19 September 2010

Book: Succeeding King Lear: Literature, Exposure, and the Possibility of Politics

Just published: Emily Sun, "Succeeding King Lear: Literature, Exposure, and the Possibility of Politics" (Fordham University Press, September 2010):


Publisher's description: "This book investigates the question of the relations between literature and politics in democratic modernity. It makes connections between Shakespeare's tragedy, Wordsworth's poetry, and the documentary nonfiction and photography of James Agee and Walker Evans to offer new ways of thinking of the logic of literary history and the relationship between early modern, Romantic, and twentieth-century texts; and it brings literature into dialogue with contemporary philosophical re-readings of Western political thought. King Lear, Sun argues, opens up a literary succession at the heart of which is a crisis of sovereignty. Interrogating what it is to be a political subject as actor and spectator in the kingdom, the play issues an injunction to transform spectatorship in plural and nonsovereign terms. Thorough engagements with Lear, Wordsworth in the 1790s, and Agee and Evans in the 1930s assume this injunction by generating new artistic genres and modes for their times."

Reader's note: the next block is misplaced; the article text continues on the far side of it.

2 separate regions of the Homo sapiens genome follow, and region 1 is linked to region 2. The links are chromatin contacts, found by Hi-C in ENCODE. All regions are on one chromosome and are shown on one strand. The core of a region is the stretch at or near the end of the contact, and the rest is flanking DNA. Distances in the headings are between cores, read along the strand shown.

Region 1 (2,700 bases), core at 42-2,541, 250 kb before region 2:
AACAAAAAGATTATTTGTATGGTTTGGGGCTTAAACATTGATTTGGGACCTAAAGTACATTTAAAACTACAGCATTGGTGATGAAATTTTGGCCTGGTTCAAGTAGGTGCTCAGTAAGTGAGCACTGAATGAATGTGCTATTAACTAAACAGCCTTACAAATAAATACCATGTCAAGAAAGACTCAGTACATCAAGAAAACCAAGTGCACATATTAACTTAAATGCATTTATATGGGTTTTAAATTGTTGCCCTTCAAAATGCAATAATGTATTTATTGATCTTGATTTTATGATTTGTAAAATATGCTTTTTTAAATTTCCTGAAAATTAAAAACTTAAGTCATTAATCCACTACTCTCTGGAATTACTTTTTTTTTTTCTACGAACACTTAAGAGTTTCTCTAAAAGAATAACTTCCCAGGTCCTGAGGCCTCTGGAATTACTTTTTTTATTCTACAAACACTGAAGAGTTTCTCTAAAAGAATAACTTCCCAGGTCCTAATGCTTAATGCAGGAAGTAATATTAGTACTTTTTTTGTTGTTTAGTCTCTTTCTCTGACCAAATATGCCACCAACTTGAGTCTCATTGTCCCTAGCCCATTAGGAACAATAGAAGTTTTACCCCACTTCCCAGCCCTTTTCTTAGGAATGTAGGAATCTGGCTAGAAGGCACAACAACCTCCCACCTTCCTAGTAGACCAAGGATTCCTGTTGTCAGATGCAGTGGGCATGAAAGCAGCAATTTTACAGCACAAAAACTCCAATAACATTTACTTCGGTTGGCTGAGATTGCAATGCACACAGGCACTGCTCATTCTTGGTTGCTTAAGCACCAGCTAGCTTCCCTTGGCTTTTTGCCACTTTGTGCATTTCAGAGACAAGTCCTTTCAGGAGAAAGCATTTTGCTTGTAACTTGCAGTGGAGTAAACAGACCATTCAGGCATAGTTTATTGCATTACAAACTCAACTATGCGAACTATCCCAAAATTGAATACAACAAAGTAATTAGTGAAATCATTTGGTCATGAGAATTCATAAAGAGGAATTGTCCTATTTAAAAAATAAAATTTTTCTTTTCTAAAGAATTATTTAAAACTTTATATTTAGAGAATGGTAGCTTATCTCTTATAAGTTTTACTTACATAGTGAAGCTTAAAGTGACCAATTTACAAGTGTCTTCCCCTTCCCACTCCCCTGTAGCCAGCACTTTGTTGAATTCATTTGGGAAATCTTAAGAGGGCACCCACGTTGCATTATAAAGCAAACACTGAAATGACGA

Endorsement: "Emily Sun has written an ambitious study that is a delight to read on how literary works foster a truly active rather than passive spectatorship as well as a 'plural speech' necessary to avoid tyrannous political theologies. Drawing in major contemporary theorists, her patient and clarifying style, with its ability to zoom from large questions to telling textual detail, compels us to think anew about this task." (Geoffrey Hartman, Yale)

Emily Sun is Visiting Assistant Professor of English at the College of the Holy Cross

No comments:

Post a Comment